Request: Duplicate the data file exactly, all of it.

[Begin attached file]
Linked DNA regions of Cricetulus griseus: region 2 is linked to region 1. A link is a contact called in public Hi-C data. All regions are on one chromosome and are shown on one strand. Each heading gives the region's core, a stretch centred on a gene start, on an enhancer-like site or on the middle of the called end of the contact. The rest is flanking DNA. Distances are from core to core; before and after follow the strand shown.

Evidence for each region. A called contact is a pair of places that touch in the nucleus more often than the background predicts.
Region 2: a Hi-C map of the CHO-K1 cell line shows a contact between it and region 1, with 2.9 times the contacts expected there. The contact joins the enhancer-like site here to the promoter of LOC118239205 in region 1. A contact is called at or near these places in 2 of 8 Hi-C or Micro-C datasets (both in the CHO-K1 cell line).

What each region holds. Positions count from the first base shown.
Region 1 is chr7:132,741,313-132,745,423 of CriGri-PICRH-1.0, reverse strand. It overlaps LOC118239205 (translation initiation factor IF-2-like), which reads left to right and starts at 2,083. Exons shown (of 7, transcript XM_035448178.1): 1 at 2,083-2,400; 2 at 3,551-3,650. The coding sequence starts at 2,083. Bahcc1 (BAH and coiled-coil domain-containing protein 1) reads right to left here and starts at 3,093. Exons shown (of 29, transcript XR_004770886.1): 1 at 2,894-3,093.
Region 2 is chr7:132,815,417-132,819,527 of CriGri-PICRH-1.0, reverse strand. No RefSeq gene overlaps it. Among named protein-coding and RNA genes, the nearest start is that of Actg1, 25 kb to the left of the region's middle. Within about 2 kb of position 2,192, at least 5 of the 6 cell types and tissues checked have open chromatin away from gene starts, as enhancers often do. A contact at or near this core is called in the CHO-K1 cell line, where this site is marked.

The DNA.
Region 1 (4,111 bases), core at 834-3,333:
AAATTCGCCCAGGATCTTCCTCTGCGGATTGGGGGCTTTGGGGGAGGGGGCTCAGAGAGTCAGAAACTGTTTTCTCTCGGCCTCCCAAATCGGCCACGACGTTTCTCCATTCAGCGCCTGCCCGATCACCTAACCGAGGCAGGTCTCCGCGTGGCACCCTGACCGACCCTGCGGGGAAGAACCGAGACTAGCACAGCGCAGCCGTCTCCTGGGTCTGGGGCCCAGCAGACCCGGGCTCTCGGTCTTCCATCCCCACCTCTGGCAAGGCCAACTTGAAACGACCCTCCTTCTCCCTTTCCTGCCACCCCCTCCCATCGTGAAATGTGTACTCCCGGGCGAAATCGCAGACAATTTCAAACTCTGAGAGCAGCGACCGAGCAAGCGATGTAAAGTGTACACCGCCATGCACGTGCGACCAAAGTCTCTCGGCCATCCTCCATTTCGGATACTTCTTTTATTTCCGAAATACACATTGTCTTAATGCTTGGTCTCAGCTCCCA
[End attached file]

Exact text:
Linked DNA regions of Cricetulus griseus: region 2 is linked to region 1. A link is a contact called in public Hi-C data. All regions are on one chromosome and are shown on one strand. Each heading gives the region's core, a stretch centred on a gene start, on an enhancer-like site or on the middle of the called end of the contact. The rest is flanking DNA. Distances are from core to core; before and after follow the strand shown.

Evidence for each region. A called contact is a pair of places that touch in the nucleus more often than the background predicts.
Region 2: a Hi-C map of the CHO-K1 cell line shows a contact between it and region 1, with 2.9 times the contacts expected there. The contact joins the enhancer-like site here to the promoter of LOC118239205 in region 1. A contact is called at or near these places in 2 of 8 Hi-C or Micro-C datasets (both in the CHO-K1 cell line).

What each region holds. Positions count from the first base shown.
Region 1 is chr7:132,741,313-132,745,423 of CriGri-PICRH-1.0, reverse strand. It overlaps LOC118239205 (translation initiation factor IF-2-like), which reads left to right and starts at 2,083. Exons shown (of 7, transcript XM_035448178.1): 1 at 2,083-2,400; 2 at 3,551-3,650. The coding sequence starts at 2,083. Bahcc1 (BAH and coiled-coil domain-containing protein 1) reads right to left here and starts at 3,093. Exons shown (of 29, transcript XR_004770886.1): 1 at 2,894-3,093.
Region 2 is chr7:132,815,417-132,819,527 of CriGri-PICRH-1.0, reverse strand. No RefSeq gene overlaps it. Among named protein-coding and RNA genes, the nearest start is that of Actg1, 25 kb to the left of the region's middle. Within about 2 kb of position 2,192, at least 5 of the 6 cell types and tissues checked have open chromatin away from gene starts, as enhancers often do. A contact at or near this core is called in the CHO-K1 cell line, where this site is marked.

The DNA.
Region 1 (4,111 bases), core at 834-3,333:
AAATTCGCCCAGGATCTTCCTCTGCGGATTGGGGGCTTTGGGGGAGGGGGCTCAGAGAGTCAGAAACTGTTTTCTCTCGGCCTCCCAAATCGGCCACGACGTTTCTCCATTCAGCGCCTGCCCGATCACCTAACCGAGGCAGGTCTCCGCGTGGCACCCTGACCGACCCTGCGGGGAAGAACCGAGACTAGCACAGCGCAGCCGTCTCCTGGGTCTGGGGCCCAGCAGACCCGGGCTCTCGGTCTTCCATCCCCACCTCTGGCAAGGCCAACTTGAAACGACCCTCCTTCTCCCTTTCCTGCCACCCCCTCCCATCGTGAAATGTGTACTCCCGGGCGAAATCGCAGACAATTTCAAACTCTGAGAGCAGCGACCGAGCAAGCGATGTAAAGTGTACACCGCCATGCACGTGCGACCAAAGTCTCTCGGCCATCCTCCATTTCGGATACTTCTTTTATTTCCGAAATACACATTGTCTTAATGCTTGGTCTCAGCTCCCA